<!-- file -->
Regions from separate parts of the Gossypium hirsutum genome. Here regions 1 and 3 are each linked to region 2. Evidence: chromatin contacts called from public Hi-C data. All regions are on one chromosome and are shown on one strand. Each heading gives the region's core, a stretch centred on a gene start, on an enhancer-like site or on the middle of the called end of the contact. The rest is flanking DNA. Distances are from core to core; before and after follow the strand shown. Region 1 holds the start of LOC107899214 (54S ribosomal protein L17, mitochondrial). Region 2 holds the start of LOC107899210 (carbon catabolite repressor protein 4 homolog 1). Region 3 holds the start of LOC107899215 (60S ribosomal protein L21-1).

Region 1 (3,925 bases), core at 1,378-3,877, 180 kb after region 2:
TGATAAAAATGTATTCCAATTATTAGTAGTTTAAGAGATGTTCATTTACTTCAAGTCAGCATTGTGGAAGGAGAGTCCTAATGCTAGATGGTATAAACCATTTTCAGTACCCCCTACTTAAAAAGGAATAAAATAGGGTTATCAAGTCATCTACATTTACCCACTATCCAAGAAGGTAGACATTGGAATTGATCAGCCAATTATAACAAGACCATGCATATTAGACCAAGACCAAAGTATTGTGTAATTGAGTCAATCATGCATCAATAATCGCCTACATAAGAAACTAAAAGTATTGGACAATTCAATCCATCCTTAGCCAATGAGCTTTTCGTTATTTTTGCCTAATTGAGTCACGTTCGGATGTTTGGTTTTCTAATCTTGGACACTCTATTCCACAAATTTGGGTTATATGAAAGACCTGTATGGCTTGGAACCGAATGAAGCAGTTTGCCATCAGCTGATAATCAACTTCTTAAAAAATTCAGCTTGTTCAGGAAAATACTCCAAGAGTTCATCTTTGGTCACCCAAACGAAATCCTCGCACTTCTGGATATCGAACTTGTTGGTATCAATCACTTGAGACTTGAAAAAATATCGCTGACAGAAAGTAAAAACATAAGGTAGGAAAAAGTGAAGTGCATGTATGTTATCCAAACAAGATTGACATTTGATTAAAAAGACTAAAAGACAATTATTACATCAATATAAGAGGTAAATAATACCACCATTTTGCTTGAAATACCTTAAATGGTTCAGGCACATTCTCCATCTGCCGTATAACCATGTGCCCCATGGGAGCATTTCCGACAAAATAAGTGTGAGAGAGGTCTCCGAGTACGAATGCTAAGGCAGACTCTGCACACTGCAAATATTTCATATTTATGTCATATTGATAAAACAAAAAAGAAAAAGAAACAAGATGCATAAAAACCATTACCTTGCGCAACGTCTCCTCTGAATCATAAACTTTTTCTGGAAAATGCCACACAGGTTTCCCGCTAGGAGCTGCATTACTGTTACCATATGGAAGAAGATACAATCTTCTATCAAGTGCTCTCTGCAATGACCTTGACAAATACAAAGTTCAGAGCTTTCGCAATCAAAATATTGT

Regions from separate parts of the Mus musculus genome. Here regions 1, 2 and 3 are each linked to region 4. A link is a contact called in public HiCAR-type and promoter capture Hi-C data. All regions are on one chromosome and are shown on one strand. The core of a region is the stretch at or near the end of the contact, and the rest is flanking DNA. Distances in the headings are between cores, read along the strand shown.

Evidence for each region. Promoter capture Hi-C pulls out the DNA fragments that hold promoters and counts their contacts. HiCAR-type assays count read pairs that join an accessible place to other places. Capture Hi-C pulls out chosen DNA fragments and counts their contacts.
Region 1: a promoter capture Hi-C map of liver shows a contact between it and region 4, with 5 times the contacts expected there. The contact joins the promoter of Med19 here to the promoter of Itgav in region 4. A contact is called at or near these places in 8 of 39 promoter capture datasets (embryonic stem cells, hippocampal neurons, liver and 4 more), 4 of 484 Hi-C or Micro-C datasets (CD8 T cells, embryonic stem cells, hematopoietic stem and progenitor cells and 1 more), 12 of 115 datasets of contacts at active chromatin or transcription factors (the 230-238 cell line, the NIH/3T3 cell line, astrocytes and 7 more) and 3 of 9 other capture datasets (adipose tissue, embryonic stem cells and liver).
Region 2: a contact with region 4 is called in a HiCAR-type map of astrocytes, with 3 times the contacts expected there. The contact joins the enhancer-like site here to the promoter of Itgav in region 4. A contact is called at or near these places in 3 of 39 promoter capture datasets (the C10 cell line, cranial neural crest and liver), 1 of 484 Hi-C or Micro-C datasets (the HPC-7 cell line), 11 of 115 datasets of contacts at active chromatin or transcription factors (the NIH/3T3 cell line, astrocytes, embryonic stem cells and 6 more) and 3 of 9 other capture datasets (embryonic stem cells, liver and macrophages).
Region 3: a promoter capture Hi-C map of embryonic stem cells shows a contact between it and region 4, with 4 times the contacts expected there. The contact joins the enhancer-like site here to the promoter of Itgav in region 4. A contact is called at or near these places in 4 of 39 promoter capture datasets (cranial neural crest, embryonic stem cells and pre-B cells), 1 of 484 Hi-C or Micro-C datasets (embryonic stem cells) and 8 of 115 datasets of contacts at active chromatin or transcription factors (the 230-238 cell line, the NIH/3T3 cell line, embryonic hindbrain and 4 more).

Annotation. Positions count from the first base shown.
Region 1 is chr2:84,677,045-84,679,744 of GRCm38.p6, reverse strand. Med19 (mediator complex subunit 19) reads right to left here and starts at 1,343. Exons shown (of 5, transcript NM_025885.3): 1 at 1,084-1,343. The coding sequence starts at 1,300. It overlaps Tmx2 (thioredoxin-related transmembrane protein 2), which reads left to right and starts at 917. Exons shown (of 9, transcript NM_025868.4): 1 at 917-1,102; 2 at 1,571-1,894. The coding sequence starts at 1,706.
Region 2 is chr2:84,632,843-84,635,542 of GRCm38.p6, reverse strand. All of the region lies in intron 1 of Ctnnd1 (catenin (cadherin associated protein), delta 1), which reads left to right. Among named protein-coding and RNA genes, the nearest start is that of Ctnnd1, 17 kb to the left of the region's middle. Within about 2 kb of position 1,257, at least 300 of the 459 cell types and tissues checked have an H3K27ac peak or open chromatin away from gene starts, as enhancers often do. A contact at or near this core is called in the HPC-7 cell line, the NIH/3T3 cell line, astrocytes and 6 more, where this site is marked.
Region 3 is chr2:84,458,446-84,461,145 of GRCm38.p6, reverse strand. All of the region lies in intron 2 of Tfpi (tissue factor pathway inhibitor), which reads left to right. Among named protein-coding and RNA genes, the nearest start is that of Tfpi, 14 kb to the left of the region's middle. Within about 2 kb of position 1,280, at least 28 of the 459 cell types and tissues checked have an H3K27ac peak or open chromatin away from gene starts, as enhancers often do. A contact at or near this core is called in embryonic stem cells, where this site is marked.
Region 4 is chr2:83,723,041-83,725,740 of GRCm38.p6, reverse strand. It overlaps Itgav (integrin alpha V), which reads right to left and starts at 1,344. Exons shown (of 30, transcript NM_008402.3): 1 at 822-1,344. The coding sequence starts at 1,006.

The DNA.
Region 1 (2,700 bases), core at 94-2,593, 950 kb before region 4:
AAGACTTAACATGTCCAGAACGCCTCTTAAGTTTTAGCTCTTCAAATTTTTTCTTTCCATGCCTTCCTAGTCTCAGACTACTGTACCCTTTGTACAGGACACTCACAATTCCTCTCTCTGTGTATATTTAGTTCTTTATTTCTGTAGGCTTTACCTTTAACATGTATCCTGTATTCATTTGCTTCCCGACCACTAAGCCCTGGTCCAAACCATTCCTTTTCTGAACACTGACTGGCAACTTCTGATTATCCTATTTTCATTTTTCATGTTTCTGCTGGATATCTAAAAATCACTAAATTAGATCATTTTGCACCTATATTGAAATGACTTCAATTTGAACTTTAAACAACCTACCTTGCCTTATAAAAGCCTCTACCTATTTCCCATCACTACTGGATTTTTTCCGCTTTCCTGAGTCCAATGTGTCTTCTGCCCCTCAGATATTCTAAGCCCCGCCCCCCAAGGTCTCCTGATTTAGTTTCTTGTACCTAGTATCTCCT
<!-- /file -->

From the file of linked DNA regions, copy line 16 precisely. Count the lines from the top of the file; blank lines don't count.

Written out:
AAGACTTAACATGTCCAGAACGCCTCTTAAGTTTTAGCTCTTCAAATTTTTTCTTTCCATGCCTTCCTAGTCTCAGACTACTGTACCCTTTGTACAGGACACTCACAATTCCTCTCTCTGTGTATATTTAGTTCTTTATTTCTGTAGGCTTTACCTTTAACATGTATCCTGTATTCATTTGCTTCCCGACCACTAAGCCCTGGTCCAAACCATTCCTTTTCTGAACACTGACTGGCAACTTCTGATTATCCTATTTTCATTTTTCATGTTTCTGCTGGATATCTAAAAATCACTAAATTAGATCATTTTGCACCTATATTGAAATGACTTCAATTTGAACTTTAAACAACCTACCTTGCCTTATAAAAGCCTCTACCTATTTCCCATCACTACTGGATTTTTTCCGCTTTCCTGAGTCCAATGTGTCTTCTGCCCCTCAGATATTCTAAGCCCCGCCCCCCAAGGTCTCCTGATTTAGTTTCTTGTACCTAGTATCTCCT